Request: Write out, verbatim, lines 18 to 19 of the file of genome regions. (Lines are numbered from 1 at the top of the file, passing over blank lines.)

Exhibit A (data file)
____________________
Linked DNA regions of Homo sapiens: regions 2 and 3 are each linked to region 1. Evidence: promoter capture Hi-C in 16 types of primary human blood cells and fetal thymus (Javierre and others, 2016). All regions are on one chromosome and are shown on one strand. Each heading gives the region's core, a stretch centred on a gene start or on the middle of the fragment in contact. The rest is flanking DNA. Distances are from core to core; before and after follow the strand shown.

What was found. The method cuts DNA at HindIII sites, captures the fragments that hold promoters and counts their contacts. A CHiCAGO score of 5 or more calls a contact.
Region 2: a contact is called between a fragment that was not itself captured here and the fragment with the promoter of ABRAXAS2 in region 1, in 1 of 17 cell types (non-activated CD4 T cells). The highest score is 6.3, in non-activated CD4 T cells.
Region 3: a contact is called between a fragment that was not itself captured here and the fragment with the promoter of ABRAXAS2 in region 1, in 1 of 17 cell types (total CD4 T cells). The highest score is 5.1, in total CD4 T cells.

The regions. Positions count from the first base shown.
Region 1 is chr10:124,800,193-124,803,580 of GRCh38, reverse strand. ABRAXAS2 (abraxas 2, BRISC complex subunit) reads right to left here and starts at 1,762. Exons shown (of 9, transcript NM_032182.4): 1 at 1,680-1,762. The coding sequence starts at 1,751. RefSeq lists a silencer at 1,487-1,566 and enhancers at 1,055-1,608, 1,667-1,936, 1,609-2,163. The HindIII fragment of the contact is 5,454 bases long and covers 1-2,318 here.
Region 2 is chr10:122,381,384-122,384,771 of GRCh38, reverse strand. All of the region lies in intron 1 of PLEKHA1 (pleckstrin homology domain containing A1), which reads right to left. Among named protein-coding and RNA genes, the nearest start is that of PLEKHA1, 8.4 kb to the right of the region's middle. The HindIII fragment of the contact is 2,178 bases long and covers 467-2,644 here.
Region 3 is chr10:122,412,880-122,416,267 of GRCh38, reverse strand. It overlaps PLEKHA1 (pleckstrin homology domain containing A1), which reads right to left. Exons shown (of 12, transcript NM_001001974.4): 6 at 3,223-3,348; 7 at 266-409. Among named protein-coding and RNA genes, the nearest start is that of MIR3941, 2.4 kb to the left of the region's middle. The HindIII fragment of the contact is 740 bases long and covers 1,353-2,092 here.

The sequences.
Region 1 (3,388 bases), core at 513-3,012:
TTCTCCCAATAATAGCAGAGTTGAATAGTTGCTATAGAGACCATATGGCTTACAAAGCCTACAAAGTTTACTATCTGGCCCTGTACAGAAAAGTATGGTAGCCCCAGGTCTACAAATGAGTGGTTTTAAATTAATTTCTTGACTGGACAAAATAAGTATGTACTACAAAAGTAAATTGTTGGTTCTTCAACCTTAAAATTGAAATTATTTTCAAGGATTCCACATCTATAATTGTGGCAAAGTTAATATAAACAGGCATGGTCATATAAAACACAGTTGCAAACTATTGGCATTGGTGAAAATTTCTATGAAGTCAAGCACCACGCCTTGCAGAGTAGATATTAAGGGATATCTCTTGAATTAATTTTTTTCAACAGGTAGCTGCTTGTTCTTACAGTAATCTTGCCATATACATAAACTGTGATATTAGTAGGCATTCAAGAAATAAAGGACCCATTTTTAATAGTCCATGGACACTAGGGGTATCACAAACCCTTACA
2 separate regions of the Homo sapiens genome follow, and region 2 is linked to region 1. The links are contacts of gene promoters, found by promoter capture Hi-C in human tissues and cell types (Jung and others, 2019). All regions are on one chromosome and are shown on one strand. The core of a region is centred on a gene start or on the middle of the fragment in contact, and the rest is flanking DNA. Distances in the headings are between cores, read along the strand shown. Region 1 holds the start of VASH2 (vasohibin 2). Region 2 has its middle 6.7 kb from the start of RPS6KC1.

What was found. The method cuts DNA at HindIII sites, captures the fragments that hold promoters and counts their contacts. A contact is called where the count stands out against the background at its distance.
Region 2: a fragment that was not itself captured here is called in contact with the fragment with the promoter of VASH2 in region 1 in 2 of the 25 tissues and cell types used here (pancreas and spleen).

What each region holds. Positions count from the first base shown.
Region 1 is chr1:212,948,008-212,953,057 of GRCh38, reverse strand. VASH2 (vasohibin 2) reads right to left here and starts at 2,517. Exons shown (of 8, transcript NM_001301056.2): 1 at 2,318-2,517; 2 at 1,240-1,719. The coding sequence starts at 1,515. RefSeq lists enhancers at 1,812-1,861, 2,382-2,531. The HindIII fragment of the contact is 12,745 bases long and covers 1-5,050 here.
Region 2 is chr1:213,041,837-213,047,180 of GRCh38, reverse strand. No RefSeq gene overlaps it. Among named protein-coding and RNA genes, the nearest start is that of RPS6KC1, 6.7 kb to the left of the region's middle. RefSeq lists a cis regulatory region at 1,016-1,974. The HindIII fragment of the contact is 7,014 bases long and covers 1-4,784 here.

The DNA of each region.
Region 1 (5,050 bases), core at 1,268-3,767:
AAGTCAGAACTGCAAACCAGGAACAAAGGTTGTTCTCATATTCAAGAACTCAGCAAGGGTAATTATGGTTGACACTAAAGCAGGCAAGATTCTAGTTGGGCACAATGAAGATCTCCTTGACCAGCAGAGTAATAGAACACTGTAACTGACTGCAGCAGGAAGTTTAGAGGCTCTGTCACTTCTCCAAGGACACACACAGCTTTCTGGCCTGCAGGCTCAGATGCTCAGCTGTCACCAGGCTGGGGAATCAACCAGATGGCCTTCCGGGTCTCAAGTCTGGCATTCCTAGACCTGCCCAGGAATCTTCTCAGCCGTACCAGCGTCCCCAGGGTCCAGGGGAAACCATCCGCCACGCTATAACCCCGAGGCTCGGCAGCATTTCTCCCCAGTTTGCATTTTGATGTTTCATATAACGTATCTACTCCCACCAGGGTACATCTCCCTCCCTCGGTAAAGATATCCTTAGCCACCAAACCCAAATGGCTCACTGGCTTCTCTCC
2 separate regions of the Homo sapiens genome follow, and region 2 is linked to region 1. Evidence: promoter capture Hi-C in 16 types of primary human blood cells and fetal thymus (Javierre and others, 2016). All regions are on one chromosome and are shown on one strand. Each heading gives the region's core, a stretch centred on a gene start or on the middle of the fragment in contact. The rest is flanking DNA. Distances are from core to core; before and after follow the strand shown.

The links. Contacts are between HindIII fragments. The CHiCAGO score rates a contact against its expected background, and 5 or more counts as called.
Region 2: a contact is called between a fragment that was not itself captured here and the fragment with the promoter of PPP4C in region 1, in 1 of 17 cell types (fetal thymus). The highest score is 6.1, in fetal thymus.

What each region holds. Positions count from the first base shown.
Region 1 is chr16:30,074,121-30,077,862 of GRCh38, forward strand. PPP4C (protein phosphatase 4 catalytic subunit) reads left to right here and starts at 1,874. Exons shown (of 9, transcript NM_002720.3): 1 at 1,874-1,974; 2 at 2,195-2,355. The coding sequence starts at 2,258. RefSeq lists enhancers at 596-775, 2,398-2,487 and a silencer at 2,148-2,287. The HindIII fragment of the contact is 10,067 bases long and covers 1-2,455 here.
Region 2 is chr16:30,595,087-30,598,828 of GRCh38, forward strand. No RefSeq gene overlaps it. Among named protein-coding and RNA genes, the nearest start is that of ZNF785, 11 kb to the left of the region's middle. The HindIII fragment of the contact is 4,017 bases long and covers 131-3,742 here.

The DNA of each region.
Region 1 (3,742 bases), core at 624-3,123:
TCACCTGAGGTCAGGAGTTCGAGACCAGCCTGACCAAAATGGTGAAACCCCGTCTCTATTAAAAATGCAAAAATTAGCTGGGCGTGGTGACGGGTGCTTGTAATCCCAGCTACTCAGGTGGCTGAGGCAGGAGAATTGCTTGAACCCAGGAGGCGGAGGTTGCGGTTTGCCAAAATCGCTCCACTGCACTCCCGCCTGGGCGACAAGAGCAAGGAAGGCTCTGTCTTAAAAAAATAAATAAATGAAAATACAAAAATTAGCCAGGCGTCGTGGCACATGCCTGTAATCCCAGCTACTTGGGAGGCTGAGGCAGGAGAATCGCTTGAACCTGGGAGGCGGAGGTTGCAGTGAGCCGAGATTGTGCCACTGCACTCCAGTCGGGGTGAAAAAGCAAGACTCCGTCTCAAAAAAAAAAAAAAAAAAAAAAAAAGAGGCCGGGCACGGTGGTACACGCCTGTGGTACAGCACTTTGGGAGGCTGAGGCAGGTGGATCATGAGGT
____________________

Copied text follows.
The DNA of each region.
Region 1 (5,050 bases), core at 1,268-3,767: